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Take what is happening in India, Indonesia, Vietnam and elsewhere in Asia. I was recently in some Asian countries to conduct research on the way people pay and was pretty amazed at what I saw. It is the youth who are leading trends in paying online. Who orders on Flipkart in India, to cover the needs of the whole family – for their grandparents and parents alike? Who buys pizzas from Domino Pizzas using their iPads? In fact, I found it was often the teenager in the household who was actually in charge of the families new payments card and trusted to buy on behalf of everyone. As they also manage the families Wi-Fi and are the most computer literate, little wonder this is the case.

 

This got me thinking. Was this just an emerging country phenomenon? Is it confined to urban areas? I’m concluding it is not. I see similar behaviour in households here in the UK. Across the world, and across income groups, there is a section of trusted young people who need access to financial services of all kinds, indeed it is fairly critical to consider their needs, not as exceptions but as well-designed, mainstream services.

Remember, a 50 year-old saw the Internet invented in their lifetime, as also mobile phones. Our kids on the other hand grow up taking these things for granted. As money goes digital, digital wallets and mobile phones offer new capabilities to design in checks and balances, while more effectively supporting what young people need.

So what would happen if we ignore this issue? Could we be driving the youth into the fast growing informal digital economy and could this create problems for the future? Unregulated digital financial services have little or no restrictions – surely using these would be worse, not better.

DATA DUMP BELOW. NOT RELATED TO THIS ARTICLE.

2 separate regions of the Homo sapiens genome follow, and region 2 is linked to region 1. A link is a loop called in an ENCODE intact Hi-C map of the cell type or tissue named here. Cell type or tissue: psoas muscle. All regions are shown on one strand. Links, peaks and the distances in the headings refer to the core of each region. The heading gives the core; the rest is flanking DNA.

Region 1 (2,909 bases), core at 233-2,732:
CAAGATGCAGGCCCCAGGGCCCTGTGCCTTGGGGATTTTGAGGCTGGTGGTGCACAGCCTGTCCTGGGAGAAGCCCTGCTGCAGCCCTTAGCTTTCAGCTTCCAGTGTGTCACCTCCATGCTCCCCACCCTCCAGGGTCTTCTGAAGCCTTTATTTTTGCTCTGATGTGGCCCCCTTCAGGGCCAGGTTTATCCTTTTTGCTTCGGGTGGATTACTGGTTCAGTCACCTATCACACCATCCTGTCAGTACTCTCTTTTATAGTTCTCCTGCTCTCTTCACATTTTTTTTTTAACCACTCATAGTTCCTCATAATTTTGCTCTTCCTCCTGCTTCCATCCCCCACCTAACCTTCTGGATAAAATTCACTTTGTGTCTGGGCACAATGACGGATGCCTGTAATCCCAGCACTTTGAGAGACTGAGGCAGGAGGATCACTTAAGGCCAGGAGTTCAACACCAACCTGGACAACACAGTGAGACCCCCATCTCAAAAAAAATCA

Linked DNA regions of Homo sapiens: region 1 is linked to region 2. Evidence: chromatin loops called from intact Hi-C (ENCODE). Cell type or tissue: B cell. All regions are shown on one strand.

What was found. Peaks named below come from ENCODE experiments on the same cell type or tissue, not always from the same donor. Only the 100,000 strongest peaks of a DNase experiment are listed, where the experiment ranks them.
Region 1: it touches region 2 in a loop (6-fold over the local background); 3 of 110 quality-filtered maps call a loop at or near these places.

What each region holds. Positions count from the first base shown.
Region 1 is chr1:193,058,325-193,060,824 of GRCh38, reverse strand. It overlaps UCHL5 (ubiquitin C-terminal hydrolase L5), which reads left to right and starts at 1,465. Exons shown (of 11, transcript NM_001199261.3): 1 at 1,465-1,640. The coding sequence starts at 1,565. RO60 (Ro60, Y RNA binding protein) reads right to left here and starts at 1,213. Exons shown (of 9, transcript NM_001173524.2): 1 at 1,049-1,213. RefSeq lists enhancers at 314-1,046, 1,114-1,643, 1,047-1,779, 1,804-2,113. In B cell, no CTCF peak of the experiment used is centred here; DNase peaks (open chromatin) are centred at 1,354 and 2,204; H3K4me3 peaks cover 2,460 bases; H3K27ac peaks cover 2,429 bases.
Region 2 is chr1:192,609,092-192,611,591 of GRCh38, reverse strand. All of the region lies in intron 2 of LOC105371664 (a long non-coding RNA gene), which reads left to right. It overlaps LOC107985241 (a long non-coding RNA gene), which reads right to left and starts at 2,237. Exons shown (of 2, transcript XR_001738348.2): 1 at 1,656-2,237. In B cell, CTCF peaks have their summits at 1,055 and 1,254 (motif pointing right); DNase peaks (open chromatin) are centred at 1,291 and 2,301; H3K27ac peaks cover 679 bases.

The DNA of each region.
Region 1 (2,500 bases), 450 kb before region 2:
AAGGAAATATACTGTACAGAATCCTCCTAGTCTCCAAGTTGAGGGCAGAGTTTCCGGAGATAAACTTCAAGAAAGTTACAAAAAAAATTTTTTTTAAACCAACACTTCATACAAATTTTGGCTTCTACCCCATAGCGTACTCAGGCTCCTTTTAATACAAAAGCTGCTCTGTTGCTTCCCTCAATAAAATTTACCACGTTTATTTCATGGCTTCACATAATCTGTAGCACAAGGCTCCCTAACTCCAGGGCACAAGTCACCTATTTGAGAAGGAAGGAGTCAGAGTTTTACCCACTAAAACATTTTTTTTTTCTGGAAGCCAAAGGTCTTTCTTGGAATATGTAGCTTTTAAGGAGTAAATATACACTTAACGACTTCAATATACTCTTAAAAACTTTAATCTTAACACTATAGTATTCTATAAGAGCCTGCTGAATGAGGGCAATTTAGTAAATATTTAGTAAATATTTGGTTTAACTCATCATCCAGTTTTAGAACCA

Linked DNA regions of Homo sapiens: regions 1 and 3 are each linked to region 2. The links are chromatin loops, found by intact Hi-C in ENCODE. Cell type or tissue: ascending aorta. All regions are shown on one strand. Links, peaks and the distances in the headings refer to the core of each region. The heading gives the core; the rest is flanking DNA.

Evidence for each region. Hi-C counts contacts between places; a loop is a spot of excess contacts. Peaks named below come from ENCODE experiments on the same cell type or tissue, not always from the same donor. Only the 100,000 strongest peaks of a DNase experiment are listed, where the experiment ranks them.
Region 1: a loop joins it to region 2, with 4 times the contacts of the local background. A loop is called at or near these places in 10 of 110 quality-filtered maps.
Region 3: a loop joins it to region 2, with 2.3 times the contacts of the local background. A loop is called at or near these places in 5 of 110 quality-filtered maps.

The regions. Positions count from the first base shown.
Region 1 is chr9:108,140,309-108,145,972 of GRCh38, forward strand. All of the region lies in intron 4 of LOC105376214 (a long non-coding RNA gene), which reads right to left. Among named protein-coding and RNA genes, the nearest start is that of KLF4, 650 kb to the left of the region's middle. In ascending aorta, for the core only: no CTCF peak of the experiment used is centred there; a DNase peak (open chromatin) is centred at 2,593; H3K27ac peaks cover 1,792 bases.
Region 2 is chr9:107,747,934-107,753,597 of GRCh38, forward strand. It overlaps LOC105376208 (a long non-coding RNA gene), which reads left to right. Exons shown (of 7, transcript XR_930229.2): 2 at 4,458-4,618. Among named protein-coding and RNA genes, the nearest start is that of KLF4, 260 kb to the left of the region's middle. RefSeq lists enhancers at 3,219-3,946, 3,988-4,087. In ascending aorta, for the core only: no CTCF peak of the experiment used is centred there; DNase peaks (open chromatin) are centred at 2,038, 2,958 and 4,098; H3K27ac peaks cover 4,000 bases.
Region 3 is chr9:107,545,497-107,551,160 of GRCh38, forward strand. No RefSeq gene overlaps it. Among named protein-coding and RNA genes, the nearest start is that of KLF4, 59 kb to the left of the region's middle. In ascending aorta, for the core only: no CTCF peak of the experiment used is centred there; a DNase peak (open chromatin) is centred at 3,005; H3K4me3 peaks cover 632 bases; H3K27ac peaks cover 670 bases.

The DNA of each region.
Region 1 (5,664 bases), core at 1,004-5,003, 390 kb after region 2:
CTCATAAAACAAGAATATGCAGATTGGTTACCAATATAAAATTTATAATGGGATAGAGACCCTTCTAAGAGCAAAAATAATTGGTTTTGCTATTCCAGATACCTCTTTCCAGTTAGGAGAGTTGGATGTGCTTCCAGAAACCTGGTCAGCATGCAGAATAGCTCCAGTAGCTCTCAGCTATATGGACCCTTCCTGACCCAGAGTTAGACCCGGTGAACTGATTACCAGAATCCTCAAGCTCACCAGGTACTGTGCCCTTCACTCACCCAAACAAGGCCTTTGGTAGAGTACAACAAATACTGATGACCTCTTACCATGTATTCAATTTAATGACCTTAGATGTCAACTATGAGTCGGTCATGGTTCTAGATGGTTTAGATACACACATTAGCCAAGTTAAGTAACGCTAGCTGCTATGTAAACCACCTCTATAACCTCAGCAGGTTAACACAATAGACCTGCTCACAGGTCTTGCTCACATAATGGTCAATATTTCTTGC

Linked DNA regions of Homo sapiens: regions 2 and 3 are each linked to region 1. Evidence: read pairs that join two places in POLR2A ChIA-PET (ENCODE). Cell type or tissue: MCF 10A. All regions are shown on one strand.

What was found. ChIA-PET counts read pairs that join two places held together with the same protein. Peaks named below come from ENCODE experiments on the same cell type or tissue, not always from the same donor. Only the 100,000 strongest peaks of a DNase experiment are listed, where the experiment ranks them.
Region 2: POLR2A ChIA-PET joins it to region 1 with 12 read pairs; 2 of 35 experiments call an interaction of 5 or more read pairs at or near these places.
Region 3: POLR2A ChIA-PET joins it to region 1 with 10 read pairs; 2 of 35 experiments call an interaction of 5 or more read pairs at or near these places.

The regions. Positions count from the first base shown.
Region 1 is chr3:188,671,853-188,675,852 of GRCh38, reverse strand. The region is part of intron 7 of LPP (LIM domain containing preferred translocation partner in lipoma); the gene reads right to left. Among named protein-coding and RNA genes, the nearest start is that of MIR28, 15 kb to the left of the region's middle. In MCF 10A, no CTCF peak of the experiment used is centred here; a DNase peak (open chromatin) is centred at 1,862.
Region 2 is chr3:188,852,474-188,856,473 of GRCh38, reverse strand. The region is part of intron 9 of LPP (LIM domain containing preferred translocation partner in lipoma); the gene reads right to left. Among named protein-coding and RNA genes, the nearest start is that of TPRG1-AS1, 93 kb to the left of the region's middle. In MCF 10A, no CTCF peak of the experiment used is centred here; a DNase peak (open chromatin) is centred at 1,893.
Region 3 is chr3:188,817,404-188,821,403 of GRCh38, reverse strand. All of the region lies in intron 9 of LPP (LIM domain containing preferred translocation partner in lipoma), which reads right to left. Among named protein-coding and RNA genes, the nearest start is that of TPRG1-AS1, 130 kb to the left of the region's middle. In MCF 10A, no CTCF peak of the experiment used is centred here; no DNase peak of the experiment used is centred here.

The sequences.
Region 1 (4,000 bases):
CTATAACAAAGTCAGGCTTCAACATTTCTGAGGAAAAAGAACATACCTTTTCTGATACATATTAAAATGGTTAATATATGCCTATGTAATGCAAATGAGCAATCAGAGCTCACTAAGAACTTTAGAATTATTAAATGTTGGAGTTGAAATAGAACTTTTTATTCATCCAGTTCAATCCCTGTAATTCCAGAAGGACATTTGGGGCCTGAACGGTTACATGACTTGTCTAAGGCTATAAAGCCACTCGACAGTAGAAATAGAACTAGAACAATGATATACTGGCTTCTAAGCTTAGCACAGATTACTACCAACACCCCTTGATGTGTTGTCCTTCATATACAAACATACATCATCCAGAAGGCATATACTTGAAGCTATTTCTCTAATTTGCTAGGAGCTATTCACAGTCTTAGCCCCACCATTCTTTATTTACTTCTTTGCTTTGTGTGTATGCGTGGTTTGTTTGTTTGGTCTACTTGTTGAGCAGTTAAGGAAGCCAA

Business-savvy youngsters are not a new phenomenon, but the technology revolution of the past years has greatly empowered their ambitions. The recent BBC show Million Dollar Intern, which I much enjoyed, had Rich Martell, Gary Martin, Ross Bailey, Juliette Brindak, Suleman Sacranie and Fraser Doherty who run million dollar enterprises to go in and give some pointers to established, struggling businesses. Fraser Doherty started age 14 and made a million before the age of 20. Each of the others has a similarly inspiring story. Do we really feel that at age 16 these entrepreneurs were incapable of managing their own bank account?

 

You might argue that the million dollar interns are the exception and not the norm. Left to themselves youth may have less control over themselves than adults do. Or they may earn small amounts that are unprofitable for banks to support. Or they are not accountable for their actions. However many trends are creating valuable market segments: international students studying abroad, music and gaming users and more.

 

Today however, in the new branchless banking and mobile money scenarios there are ways to address each one of these concerns. Yet the new services invariably continue to have the same restrictions: You must be 18 and over to be entitled to use them.